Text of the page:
A large Band-Aid, caked with mud and blood, covered most of Skyler Meyer’s left cheekbone, but that didn’t stop the fierce Blue Springs South High School senior linebacker from seeking out a friend on the opposing team.
Moments after Blue Springs ended the Jaguars’ 3-8 season Friday night at Peve Stadium, Meyers and Wildcats running back Aveion Bailey met at midfield, hugged and talked about their incredible football journeys.
As parents joined them, snapping photos and taking videos on their cell phones, the two stars broke out into ear-to-ear grins, which is one reason the rivalry between two of the most dynamic and successful programs in the state is so special.
“Look at that,” South coach and former Jaguars linebacker great Jon Oyler said, as players from both teams met at midfield for some heartfelt conversation, “that’s special. These kids really do respect each other.”
Blue Springs coach Kelly Donohoe, who was once as assistant at South more than two decades ago, agreed.
“We have so much respect for Jon and his staff, and our kids respect their kids,” said Donohoe, whose 8-3 Wildcats travel to Columbia Rock Bridge Friday night for the Class 6 District 2 title game and state quarterfinal matchup. “That is why this rivalry is so special.
“These players really like each other off the field, and that’s what makes what happens on the field so special. I don’t know of many rivalries where the players spend all this time talking with each other after a big game like this.”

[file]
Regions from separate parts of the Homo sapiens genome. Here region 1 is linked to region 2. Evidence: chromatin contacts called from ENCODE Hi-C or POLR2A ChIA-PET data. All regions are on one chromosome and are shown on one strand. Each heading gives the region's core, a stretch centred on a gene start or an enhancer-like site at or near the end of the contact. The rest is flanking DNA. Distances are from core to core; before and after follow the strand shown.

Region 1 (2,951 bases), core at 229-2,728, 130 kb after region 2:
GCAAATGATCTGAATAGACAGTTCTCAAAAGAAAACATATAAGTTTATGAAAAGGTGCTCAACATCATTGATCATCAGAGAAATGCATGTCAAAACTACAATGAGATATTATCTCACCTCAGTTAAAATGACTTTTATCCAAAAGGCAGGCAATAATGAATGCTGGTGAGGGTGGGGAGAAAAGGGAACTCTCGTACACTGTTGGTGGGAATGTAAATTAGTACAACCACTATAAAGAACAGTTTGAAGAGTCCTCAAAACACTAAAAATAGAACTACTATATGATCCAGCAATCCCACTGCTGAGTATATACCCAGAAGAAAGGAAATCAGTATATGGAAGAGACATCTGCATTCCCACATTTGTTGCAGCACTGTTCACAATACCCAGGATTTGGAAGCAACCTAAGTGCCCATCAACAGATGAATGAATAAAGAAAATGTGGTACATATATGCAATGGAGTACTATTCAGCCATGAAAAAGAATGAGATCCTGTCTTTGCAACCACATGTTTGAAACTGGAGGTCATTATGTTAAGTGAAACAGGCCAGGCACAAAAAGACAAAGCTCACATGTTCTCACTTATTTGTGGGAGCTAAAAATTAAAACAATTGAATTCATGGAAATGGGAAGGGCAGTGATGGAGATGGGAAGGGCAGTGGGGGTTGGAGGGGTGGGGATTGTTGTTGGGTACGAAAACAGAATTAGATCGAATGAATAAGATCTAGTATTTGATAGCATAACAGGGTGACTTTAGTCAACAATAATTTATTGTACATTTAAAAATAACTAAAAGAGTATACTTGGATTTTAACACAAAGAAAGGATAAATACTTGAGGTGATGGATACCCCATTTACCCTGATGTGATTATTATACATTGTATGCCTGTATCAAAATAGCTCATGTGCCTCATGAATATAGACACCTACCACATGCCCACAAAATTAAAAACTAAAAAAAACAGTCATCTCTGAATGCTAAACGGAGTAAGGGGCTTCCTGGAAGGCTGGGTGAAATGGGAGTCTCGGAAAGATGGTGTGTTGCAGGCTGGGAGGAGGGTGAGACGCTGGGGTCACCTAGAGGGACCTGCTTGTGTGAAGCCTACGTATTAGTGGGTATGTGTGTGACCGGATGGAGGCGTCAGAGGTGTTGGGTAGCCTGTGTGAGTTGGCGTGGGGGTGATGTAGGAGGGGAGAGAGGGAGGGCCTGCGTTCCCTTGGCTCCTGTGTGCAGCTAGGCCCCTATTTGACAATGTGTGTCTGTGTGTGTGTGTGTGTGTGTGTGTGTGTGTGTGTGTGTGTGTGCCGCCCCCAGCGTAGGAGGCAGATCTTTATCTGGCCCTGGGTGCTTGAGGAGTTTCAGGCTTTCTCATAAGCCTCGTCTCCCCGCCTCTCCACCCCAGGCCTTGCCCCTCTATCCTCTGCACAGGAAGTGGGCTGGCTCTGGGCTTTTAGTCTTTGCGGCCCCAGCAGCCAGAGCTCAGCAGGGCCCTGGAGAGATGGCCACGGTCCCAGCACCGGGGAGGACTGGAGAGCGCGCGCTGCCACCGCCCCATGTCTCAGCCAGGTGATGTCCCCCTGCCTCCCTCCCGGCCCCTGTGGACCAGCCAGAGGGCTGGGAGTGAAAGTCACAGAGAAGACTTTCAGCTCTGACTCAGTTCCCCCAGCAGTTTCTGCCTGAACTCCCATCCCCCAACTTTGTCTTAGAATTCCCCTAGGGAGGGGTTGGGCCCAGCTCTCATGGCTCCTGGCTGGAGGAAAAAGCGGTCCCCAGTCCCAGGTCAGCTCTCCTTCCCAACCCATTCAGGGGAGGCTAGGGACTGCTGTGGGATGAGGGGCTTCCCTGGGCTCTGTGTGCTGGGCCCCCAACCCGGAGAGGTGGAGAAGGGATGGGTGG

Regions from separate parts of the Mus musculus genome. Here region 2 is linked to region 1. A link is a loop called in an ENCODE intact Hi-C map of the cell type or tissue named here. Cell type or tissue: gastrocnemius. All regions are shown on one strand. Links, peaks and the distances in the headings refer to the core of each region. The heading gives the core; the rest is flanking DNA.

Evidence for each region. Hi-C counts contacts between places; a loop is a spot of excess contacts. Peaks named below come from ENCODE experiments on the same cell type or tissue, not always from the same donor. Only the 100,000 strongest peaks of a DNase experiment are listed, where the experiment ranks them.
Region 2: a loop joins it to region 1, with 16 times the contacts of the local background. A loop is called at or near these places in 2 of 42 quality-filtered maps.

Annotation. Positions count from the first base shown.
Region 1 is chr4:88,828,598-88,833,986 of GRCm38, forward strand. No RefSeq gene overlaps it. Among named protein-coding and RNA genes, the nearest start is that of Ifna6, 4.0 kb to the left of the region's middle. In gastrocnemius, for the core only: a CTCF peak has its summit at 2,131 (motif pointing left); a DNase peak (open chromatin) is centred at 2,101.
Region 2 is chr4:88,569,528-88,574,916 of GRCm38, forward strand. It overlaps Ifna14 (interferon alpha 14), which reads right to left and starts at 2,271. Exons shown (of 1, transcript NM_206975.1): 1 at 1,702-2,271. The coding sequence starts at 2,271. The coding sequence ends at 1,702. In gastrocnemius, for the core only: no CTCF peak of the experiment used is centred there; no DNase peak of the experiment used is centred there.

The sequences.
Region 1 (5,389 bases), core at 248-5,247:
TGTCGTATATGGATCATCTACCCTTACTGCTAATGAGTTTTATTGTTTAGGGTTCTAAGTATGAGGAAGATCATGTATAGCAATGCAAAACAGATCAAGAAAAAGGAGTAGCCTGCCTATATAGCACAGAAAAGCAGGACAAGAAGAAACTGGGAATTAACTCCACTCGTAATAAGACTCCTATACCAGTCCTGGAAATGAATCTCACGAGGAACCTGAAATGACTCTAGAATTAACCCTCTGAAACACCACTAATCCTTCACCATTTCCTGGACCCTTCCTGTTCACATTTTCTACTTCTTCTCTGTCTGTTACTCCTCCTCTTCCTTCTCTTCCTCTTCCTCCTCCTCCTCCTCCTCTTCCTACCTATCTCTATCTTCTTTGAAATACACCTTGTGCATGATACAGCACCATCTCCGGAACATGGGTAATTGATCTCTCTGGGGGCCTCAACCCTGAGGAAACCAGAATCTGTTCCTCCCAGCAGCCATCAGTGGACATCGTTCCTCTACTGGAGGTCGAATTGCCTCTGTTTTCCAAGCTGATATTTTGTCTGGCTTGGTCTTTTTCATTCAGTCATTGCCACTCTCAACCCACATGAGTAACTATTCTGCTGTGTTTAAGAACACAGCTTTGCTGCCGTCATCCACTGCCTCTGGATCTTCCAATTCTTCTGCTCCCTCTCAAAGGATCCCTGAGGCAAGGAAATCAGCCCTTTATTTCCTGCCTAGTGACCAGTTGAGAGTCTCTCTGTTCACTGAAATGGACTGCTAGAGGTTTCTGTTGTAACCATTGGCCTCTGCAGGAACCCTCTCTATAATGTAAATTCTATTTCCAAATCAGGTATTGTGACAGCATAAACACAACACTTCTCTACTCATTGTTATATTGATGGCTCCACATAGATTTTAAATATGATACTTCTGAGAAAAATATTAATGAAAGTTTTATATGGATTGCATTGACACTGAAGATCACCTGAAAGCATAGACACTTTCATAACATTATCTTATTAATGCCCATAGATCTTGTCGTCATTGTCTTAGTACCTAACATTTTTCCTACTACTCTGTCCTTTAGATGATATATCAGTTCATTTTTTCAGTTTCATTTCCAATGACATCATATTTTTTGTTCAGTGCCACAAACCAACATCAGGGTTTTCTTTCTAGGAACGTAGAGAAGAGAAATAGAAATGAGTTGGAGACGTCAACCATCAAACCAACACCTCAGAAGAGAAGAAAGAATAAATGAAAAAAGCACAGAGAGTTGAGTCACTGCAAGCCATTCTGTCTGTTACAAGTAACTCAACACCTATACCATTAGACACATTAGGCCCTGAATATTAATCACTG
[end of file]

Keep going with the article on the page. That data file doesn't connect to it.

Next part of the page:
It was a monster weekend for Meyers, despite the loss to the Wildcats, as he traveled to the University of Wisconsin Saturday for an official visit and made a verbal commitment to the Badgers.
But Friday night, all he wanted to do was let Bailey and his football brothers know how special the past four years have been.
“There is nothing like our rivalry,” said Meyers, who had 12 tackles and a sack for the Jaguars. “I’m going to miss playing against Aveion and Conrad Rowley and all those great offensive players. We really do respect them, and we know they respect us.”
Bailey immediately responded.
“Ultimate respect,” said Bailey, who rushed for 263 yards and two touchdowns. “The guys on South and their coaches are what make this rivalry so special. They’re our brothers – and you always want to beat your brothers – but win or lose, you want to shake their hands and tell them ‘Great game,’ when it’s over.”
As an outsider, looking in, I relish the Blue Springs-Blue Springs South football games. I’ve been around long enough that I remember when Oyler was the best high school linebacker in the state.
I remember when Donohoe wore blue and green – although, he still looks exactly the same – and created some offensive schemes that resulted in plenty of memorable Jaguar wins.
I saw parents from each team barbecuing and tailgating in the parking lot, and marveled at the talent on both sides of the ball.
As I approach my 65th birthday, people keep asking me, “When are you going to retire?” I just tell them, as long as the Wildcats and Jaguars keep providing memorable moments under the lights on Friday nights in the fall – NEVER!
– Bill Althaus is a sports writer and columnist for The Examiner. Reach him at firstname.lastname@example.org or 816-350-6333. Follow him on Twitter: @AlthausEJC